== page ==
##### Abstract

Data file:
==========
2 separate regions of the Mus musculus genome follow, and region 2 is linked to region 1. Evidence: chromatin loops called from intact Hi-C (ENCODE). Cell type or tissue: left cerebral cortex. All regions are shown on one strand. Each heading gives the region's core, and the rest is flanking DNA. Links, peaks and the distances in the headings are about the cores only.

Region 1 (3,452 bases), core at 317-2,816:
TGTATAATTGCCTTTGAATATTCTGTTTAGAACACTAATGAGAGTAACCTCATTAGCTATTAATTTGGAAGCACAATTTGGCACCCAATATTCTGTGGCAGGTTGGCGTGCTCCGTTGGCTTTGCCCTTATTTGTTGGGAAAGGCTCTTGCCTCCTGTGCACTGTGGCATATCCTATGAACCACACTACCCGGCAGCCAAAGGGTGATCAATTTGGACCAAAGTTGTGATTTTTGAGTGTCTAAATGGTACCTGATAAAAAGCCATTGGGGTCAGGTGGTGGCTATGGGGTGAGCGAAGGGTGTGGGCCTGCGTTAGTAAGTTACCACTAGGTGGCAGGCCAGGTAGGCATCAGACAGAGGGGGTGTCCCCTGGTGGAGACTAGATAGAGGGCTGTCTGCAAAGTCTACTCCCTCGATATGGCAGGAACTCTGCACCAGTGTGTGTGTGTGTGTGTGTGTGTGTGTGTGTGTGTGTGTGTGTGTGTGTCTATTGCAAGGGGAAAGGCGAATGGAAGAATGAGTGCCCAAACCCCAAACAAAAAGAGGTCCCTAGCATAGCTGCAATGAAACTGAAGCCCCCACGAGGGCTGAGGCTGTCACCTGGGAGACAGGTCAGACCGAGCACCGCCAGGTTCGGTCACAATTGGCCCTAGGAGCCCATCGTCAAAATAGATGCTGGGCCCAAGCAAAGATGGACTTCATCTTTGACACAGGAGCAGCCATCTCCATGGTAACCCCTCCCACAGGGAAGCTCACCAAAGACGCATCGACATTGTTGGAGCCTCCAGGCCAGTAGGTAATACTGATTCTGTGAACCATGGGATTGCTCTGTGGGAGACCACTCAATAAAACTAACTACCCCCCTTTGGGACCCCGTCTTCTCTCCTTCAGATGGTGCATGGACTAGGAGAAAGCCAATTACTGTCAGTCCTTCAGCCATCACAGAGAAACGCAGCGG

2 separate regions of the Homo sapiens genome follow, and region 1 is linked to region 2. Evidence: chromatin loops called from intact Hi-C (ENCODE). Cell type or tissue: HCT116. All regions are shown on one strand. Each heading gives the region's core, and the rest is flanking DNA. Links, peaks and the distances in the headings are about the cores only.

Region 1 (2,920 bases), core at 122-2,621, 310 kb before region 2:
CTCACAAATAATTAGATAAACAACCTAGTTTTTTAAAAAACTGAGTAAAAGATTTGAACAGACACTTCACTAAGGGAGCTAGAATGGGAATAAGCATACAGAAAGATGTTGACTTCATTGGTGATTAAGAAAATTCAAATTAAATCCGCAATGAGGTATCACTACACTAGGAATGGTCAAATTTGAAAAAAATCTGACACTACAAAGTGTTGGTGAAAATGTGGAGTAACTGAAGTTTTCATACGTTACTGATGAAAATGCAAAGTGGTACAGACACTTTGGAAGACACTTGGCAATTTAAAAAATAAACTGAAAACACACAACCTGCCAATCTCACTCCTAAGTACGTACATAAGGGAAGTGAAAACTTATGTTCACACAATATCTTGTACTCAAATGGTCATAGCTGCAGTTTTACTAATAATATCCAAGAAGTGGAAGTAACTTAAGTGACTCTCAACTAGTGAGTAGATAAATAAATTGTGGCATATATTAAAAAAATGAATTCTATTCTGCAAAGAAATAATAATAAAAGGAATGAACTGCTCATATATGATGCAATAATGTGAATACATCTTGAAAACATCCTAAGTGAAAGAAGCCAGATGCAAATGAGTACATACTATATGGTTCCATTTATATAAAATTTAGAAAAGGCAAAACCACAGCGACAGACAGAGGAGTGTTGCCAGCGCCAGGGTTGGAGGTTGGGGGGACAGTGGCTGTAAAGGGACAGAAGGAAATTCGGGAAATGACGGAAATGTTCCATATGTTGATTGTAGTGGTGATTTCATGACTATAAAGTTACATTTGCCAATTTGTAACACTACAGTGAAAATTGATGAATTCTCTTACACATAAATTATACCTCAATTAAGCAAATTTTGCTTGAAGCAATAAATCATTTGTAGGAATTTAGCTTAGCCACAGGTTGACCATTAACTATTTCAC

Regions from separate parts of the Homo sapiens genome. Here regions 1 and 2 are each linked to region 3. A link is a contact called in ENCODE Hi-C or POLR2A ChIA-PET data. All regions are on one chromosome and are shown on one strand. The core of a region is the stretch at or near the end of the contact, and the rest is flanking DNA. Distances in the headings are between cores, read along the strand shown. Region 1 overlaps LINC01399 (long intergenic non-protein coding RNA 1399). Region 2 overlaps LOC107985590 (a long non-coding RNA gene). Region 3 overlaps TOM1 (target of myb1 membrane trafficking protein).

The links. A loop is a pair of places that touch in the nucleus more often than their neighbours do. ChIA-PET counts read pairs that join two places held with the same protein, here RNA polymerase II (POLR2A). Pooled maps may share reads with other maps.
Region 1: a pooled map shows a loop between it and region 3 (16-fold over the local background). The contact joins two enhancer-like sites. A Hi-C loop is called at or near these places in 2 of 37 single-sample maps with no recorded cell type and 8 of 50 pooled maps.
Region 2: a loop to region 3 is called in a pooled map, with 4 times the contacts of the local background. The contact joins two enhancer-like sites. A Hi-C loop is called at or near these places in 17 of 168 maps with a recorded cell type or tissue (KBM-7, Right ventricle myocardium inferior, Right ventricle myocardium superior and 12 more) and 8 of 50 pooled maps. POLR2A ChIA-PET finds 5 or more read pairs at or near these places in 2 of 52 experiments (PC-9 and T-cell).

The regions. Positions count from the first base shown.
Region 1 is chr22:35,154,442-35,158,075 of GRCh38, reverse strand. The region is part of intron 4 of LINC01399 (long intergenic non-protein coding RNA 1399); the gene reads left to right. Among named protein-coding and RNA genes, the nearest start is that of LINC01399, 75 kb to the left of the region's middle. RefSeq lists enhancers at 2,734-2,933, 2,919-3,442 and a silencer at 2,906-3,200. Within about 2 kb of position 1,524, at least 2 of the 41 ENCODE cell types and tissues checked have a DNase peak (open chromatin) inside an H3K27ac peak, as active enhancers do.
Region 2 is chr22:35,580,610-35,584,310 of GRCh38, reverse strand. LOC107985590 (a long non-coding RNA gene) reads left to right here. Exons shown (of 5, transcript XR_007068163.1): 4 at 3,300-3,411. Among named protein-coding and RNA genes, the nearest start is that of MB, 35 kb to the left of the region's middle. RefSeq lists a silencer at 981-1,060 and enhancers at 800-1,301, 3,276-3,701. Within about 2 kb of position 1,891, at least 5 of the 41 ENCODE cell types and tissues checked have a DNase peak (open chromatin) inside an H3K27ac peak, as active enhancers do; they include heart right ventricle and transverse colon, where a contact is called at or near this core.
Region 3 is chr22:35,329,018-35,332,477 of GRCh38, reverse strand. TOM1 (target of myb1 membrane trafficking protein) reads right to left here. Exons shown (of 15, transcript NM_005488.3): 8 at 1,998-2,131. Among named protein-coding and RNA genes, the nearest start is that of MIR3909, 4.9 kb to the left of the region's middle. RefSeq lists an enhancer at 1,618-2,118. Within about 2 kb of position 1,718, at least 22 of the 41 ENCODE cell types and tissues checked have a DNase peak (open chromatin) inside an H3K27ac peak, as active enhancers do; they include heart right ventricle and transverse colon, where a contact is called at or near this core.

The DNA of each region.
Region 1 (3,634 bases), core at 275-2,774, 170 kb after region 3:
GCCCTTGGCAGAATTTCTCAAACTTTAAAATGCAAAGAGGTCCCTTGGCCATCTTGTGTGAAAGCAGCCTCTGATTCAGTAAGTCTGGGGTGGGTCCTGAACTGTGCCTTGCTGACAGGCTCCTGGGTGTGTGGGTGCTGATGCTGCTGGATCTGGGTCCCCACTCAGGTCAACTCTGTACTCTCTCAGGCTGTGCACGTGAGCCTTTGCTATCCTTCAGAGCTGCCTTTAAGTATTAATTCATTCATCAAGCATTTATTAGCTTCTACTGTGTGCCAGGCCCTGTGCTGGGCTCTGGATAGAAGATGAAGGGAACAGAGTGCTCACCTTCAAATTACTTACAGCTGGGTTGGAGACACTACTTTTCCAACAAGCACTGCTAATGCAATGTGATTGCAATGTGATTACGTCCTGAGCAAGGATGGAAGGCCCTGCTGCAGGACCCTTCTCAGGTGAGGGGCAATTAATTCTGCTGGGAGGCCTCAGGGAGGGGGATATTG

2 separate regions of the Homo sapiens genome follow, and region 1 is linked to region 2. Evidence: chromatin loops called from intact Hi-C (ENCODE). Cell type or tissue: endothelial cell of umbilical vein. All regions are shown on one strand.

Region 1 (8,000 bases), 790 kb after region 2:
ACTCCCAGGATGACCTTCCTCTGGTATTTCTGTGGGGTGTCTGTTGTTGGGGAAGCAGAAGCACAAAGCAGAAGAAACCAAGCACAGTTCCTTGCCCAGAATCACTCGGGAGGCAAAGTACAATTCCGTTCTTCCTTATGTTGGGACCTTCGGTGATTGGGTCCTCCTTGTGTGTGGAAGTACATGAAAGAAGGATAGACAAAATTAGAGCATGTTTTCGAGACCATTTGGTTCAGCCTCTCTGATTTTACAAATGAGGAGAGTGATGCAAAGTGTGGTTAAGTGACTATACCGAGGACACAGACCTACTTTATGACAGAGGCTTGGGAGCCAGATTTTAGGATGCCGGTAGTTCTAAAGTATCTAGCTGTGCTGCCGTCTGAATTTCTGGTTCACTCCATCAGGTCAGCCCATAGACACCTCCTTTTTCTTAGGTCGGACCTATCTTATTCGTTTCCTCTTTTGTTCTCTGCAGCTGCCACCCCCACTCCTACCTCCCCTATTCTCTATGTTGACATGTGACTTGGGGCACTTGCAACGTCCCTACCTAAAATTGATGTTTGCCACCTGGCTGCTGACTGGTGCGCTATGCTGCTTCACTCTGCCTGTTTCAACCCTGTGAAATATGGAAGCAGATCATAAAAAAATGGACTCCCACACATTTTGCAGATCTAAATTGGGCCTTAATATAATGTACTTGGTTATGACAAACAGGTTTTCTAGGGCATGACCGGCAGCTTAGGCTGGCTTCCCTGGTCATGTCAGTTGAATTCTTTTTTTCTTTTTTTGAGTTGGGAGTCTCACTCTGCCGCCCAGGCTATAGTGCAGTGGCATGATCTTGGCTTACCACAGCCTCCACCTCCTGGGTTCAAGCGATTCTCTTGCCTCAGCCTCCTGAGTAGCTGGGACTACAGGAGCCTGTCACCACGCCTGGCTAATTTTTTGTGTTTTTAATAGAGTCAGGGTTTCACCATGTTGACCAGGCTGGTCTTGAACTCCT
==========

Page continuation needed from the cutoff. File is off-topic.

According to a model introduced by Helfrich [Z. Naturforsch. 28c, 693 (1973)], the shape of a closed lipid vesicle is determined by minimization of the total bending energy at fixed surface area and enclosed volume. We show that, in the appropriate regime, this model predicts both budding (the eruption of a satellite connected to the parent volume via a neck) and vesiculation (the special case when the neck radius goes to zero). Vesiculation occurs when the minimum is located at a boundary in the space of configurations. Successive vesiculations produce multiplets, in which the minimum-energy configuration consists of several bodies coexisting through infinitesimal necks. We study the sequence of shapes and shape transitions followed by a spherical vesicle of radius R(v), large on the scale R0 set by the spontaneous curvature, as its area A increases at constant volume V = 4-pi-R(v)3/3. Such a vesicle periodically sheds excess area into a set of smaller spheres with radii comparable to R0. We map out this (shape) phase diagram at large volume. In this region the phase diagram is dominated by multiples and reflects the details of the shedding process. The overall effect of successive vesiculations is to reduce the energy from a quantity of order R(v)2 down to zero or near zero when the area reaches 3V/R0; however, the decrease is not uniform and the energy E(A,V) is not convex.